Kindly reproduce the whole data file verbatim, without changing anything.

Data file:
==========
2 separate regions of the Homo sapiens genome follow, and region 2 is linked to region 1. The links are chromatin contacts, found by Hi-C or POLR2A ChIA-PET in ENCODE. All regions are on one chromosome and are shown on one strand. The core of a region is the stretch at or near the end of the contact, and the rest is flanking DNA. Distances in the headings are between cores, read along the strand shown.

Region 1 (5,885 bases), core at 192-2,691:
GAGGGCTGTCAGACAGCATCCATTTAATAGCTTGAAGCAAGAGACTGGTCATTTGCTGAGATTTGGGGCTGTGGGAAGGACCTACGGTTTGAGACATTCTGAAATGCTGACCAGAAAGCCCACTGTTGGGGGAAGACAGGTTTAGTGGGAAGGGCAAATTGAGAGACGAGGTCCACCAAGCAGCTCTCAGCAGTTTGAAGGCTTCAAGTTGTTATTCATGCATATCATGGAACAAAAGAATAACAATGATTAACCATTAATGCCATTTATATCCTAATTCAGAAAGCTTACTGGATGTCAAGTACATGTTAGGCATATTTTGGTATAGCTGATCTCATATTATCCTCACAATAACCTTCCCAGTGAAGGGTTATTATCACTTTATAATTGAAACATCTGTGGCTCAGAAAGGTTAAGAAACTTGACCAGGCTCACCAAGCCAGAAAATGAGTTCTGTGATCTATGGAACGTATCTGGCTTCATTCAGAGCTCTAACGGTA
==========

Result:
2 separate regions of the Homo sapiens genome follow, and region 2 is linked to region 1. The links are chromatin contacts, found by Hi-C or POLR2A ChIA-PET in ENCODE. All regions are on one chromosome and are shown on one strand. The core of a region is the stretch at or near the end of the contact, and the rest is flanking DNA. Distances in the headings are between cores, read along the strand shown.

Region 1 (5,885 bases), core at 192-2,691:
GAGGGCTGTCAGACAGCATCCATTTAATAGCTTGAAGCAAGAGACTGGTCATTTGCTGAGATTTGGGGCTGTGGGAAGGACCTACGGTTTGAGACATTCTGAAATGCTGACCAGAAAGCCCACTGTTGGGGGAAGACAGGTTTAGTGGGAAGGGCAAATTGAGAGACGAGGTCCACCAAGCAGCTCTCAGCAGTTTGAAGGCTTCAAGTTGTTATTCATGCATATCATGGAACAAAAGAATAACAATGATTAACCATTAATGCCATTTATATCCTAATTCAGAAAGCTTACTGGATGTCAAGTACATGTTAGGCATATTTTGGTATAGCTGATCTCATATTATCCTCACAATAACCTTCCCAGTGAAGGGTTATTATCACTTTATAATTGAAACATCTGTGGCTCAGAAAGGTTAAGAAACTTGACCAGGCTCACCAAGCCAGAAAATGAGTTCTGTGATCTATGGAACGTATCTGGCTTCATTCAGAGCTCTAACGGTA